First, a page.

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Medline ® Abstract for Reference 8

of 'Palliative care: Nursing home'

The prevalence of dementia in a statewide sample of new nursing home admissions aged 65 and older: diagnosis by expert panel. Epidemiology of Dementia in Nursing Homes Research Group.
Magaziner J, German P, Zimmerman SI, Hebel JR, Burton L, Gruber-Baldini AL, May C, Kittner S
Gerontologist. 2000;40(6):663.
This study estimated the prevalence of dementia in 2,285 new admissions age 65+ to a statewide sample of 59 nursing homes in Maryland, 1992-1995. Dementia was ascertained according to DSM-III-R criteria by an expert panel of geriatric psychiatrists, neurologists, and a geriatrician using detailed information collected by trained lay evaluators from residents, family, staff, and medical records. Admissions to Maryland nursing homes are similar to admissions to nursing homes elsewhere in the United States. The prevalence of dementia was 48.2% (CI: 43.6-52.8) with an upper bound estimated at 54.5% (CI: 49.9-59.1). Prevalence is highest in facilities with<50 beds versus 200+ beds (65.5% vs 39.6%) and those in urban versus rural areas (50.0% vs 39.1%). Those who are non-White, married, and with fewer years of education are more likely to be demented. Prevalence is highest among those with 4+ physical impairments versus 0-1 (60.3% vs 27.7%) and lowest in those with 4+ comorbidities versus 0-1 (44.8% vs 52.0%). There was considerable overlap in the comorbid status of demented and nondemented admissions, and both groups contained members with only a few functional limitations. Results suggest that the level of medical supervision provided in nursing homes may not be required for some residents with dementia.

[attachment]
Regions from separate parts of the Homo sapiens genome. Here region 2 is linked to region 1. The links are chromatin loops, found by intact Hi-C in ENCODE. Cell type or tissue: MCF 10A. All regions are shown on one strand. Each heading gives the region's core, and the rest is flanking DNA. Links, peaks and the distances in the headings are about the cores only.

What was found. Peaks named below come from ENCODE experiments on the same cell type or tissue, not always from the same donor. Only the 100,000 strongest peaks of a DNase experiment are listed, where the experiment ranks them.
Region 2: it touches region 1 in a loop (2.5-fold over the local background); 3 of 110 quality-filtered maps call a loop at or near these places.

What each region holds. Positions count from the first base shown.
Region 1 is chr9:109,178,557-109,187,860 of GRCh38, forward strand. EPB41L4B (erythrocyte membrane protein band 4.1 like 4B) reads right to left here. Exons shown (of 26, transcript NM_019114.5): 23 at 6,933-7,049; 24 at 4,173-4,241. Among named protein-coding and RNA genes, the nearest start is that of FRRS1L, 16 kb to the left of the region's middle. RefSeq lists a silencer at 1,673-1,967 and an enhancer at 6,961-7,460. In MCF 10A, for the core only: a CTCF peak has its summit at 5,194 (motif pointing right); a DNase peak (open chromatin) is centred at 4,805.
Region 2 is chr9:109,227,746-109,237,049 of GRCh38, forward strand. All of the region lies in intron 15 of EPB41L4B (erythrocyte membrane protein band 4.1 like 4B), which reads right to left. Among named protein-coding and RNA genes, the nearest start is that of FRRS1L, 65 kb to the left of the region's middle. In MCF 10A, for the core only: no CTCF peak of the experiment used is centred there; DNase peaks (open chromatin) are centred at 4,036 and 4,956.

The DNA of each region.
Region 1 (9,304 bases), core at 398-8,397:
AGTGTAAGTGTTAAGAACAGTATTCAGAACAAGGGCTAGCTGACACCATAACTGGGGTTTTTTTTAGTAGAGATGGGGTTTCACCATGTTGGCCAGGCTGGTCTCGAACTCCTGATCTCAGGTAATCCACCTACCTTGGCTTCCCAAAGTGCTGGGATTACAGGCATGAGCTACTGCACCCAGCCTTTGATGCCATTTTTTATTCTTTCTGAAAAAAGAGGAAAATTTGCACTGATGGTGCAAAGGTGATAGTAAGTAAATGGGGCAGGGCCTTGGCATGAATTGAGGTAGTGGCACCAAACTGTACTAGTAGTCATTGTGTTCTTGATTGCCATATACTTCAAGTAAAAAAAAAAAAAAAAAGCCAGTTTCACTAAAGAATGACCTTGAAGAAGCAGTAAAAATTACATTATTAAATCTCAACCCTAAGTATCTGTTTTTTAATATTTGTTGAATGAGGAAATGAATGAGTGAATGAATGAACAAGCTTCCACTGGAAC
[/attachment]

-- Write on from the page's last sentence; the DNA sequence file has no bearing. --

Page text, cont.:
Department of Epidemiology and Preventive Medicine, School of Medicine, University of Maryland, Baltimore, USA.